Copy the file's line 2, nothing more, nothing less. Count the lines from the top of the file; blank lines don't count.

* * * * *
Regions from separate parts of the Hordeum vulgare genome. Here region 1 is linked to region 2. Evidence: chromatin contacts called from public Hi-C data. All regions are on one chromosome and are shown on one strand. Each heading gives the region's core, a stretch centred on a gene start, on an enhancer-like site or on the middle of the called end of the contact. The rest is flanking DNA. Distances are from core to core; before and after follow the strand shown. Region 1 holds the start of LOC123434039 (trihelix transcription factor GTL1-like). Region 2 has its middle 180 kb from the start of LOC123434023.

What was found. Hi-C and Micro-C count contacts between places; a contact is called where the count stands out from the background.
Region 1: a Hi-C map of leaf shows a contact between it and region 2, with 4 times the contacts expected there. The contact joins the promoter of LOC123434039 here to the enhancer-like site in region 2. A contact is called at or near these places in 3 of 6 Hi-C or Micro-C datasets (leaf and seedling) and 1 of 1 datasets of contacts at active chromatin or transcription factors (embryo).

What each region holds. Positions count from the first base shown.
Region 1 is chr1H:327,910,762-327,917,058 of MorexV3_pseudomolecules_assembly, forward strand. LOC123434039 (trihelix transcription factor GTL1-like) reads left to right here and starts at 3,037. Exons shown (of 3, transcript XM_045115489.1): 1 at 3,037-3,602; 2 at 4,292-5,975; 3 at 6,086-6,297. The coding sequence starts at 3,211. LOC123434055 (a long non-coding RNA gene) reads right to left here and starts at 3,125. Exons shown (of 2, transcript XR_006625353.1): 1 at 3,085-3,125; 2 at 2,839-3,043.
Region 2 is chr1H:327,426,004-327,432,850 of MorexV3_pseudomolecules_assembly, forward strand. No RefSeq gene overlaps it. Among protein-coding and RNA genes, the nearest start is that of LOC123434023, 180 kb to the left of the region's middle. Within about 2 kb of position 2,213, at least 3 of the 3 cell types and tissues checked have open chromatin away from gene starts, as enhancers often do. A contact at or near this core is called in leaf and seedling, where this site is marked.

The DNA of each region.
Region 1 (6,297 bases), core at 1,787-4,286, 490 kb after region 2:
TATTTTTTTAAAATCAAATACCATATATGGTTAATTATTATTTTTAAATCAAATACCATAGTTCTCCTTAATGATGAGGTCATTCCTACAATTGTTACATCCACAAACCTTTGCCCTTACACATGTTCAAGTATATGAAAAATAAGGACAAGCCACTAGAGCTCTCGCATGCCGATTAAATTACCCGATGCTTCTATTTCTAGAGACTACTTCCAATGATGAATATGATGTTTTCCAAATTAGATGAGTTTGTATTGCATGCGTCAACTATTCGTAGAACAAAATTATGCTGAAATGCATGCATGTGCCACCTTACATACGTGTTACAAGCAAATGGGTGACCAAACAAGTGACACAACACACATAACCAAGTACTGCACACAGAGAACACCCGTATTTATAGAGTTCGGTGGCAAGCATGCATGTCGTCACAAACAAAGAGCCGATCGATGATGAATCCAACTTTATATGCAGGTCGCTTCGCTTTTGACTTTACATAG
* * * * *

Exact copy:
What was found. Hi-C and Micro-C count contacts between places; a contact is called where the count stands out from the background.